How many of us have read Fox In Socks to our kids? It is one of Dr. Seuss’ fun tongue twisters that I spent many a night reading to my son and daughter. I read most of the Dr. Seuss books when I was a young boy and always enjoyed them. I enjoy them just as much as an adult, albeit on a different intellectual level I think.
Ever since we started reading Fox In Socks to the kids we have always responded to a crow’s caw with “Hey Slow Joe, how are you doing today!” It is a particular pleasure of mine that always brings a warmth and peace to my soul.
We all have those little triggers that prompt feelings and emotions and take us back to other times of our lives. Smells and sounds for me more so than sights I think, which might seem somewhat at odds with me being such a visual artist. I think those sensory inputs help to heighten my awareness of my surroundings and inform my art on some level that I can’t seem to be able to verbalize very well. When I’m out walking the fields with my camera looking for images I am alert to the sounds and smells too. They just seem to help put me ‘in the Zone.’
It’s funny, but the smell of a skunk is always a welcome one for me. It transports me instantly back to many times in my childhood. My Dad had no sense of smell, but he knew from everyone’s gasps and wrinkled noses that ‘skunk’ was a particularly unpleasant experience and he would always smile and say “a striped kitty, huh.” I still hear him saying that every time I smell one and I like that. Certainly an off-putting odor for most, but I never minded it then or now and always welcome the experience. Knowing what a wonderful experience the sense of smell is for me I always felt a bit of sorrow that it was denied to Dad, but I hope he had other heightened senses that made up for it.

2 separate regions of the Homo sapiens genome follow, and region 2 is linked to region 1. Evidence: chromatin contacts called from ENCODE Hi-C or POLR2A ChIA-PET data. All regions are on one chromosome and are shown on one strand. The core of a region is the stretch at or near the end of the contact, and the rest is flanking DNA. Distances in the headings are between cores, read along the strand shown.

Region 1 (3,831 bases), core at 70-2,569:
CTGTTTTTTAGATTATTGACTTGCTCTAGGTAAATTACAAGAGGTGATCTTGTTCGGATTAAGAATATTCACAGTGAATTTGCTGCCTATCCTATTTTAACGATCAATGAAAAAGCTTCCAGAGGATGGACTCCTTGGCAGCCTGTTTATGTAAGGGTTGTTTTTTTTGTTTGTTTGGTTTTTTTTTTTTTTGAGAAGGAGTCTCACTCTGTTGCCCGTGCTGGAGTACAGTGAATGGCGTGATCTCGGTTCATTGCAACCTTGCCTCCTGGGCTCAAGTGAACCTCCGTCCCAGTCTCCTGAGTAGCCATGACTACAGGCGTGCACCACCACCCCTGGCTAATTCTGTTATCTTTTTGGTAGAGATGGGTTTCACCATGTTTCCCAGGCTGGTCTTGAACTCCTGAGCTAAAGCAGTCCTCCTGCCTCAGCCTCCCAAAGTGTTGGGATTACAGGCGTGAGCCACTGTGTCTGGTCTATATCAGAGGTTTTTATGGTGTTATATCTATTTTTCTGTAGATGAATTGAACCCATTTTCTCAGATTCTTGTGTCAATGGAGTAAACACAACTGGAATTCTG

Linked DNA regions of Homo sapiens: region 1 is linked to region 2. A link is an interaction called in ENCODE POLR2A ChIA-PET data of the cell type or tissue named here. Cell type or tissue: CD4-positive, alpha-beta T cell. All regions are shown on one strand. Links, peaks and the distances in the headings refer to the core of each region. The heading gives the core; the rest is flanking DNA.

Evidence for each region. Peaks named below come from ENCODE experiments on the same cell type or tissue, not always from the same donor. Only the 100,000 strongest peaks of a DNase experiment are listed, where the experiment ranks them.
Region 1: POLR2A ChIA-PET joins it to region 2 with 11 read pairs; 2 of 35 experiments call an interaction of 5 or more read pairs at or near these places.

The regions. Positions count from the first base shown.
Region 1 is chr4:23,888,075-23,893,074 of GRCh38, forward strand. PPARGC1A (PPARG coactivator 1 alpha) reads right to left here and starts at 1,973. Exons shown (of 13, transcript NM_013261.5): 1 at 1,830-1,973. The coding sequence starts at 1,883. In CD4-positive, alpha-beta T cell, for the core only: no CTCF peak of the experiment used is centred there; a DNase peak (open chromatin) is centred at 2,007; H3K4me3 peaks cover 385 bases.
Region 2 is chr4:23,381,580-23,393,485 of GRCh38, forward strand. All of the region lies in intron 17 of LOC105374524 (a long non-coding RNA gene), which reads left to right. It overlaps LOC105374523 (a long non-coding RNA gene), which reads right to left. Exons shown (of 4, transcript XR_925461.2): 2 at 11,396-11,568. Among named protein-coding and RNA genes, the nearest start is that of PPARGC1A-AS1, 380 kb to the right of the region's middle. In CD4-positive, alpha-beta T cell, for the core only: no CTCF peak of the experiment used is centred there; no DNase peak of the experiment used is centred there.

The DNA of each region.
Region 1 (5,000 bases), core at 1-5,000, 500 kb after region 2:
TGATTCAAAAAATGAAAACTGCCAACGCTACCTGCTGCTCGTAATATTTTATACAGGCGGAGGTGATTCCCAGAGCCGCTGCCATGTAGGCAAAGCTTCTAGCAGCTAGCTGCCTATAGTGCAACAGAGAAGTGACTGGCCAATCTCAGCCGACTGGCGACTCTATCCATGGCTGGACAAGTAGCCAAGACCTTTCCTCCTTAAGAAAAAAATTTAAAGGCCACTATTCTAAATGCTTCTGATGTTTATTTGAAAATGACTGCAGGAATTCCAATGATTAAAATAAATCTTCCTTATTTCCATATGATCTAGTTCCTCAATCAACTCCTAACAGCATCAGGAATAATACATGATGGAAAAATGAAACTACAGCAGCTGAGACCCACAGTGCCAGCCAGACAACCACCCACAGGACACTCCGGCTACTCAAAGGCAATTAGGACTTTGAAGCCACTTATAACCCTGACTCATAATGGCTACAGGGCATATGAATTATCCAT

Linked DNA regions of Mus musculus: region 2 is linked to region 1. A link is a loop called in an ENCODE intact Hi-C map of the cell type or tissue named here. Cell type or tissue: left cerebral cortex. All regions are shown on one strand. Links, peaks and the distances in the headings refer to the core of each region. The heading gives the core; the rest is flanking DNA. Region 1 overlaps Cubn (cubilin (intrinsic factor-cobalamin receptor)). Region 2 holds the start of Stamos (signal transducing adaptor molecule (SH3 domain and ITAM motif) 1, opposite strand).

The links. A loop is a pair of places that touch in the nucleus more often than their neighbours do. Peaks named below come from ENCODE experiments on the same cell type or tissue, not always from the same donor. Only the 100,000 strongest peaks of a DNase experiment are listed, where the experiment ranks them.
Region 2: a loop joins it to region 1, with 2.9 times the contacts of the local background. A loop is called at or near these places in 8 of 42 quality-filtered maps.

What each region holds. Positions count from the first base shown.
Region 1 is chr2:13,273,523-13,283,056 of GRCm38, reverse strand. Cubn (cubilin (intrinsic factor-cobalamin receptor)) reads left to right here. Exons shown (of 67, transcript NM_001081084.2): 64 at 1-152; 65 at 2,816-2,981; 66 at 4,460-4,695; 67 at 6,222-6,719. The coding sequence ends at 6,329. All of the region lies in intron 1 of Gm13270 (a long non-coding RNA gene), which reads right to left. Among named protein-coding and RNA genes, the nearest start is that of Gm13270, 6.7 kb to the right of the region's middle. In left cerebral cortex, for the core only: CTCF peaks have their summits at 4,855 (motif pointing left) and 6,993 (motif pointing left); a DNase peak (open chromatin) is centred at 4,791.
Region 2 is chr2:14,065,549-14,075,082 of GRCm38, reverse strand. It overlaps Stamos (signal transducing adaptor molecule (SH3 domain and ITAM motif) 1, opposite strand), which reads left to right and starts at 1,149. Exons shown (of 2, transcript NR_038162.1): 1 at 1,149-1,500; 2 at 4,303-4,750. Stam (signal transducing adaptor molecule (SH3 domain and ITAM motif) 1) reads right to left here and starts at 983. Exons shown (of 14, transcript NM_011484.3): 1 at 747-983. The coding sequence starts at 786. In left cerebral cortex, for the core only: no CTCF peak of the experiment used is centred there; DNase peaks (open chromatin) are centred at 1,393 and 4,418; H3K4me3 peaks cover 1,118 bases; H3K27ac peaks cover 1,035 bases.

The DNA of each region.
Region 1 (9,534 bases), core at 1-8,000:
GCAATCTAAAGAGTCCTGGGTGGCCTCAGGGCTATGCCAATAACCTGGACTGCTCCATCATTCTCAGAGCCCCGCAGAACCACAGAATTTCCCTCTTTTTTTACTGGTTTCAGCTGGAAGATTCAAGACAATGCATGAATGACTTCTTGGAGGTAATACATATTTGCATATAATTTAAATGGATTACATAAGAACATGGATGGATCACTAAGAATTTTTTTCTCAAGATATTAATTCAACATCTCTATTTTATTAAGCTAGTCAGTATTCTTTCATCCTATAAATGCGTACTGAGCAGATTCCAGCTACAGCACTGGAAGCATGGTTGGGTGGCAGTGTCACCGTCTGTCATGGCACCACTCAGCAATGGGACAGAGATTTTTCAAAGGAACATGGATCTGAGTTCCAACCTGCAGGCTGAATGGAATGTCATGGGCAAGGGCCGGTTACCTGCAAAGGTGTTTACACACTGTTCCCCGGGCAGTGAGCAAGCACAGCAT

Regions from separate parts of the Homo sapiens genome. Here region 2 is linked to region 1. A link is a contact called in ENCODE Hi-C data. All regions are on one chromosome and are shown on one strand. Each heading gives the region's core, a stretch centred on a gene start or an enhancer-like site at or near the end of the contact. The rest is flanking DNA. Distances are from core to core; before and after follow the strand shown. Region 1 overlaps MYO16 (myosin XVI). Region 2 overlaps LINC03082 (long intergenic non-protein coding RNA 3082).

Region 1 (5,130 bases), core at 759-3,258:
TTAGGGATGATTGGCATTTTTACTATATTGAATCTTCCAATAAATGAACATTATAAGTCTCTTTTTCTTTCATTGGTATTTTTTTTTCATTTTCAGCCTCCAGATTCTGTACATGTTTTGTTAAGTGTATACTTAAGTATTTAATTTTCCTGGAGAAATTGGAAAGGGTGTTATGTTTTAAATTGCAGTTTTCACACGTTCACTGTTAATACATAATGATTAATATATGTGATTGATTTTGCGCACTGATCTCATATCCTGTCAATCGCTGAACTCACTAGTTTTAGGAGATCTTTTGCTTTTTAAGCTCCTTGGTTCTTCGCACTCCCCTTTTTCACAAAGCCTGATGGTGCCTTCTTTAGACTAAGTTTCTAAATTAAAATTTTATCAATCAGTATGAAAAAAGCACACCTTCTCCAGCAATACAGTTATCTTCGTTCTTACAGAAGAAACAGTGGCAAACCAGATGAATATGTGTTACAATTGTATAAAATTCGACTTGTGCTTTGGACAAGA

Speaking of smell, have you ever heard the term ‘petrichor’? It is defined as “a pleasant smell that frequently accompanies the first rain after a long period of warm, dry weather.” Living in the Southwest for so much of my life I have experienced it often and looked forward to those times that I was greeted with it. For the longest time I never knew that it actually had a name associated with it.
The term was coined by two Australian researchers in 1964. It is constructed from the Greek word petra meaning “stone”, and ichor referring to the fluid that flows in the veins of the gods in Greek mythology. The smell derives from an oil that is produced by certain plants during dry periods and absorbed by clay-based soils and rocks. During, and just preceding, rain it is released into the air thus producing that wonderful scent. So there’s a little word lesson for the day.
Anyway, pay heed to the sensory stimulation that surrounds your daily life and find ways to make use of the variety of triggers that they can provide you with. They may be simple pleasures or maybe they can help inform your art or anything else in life.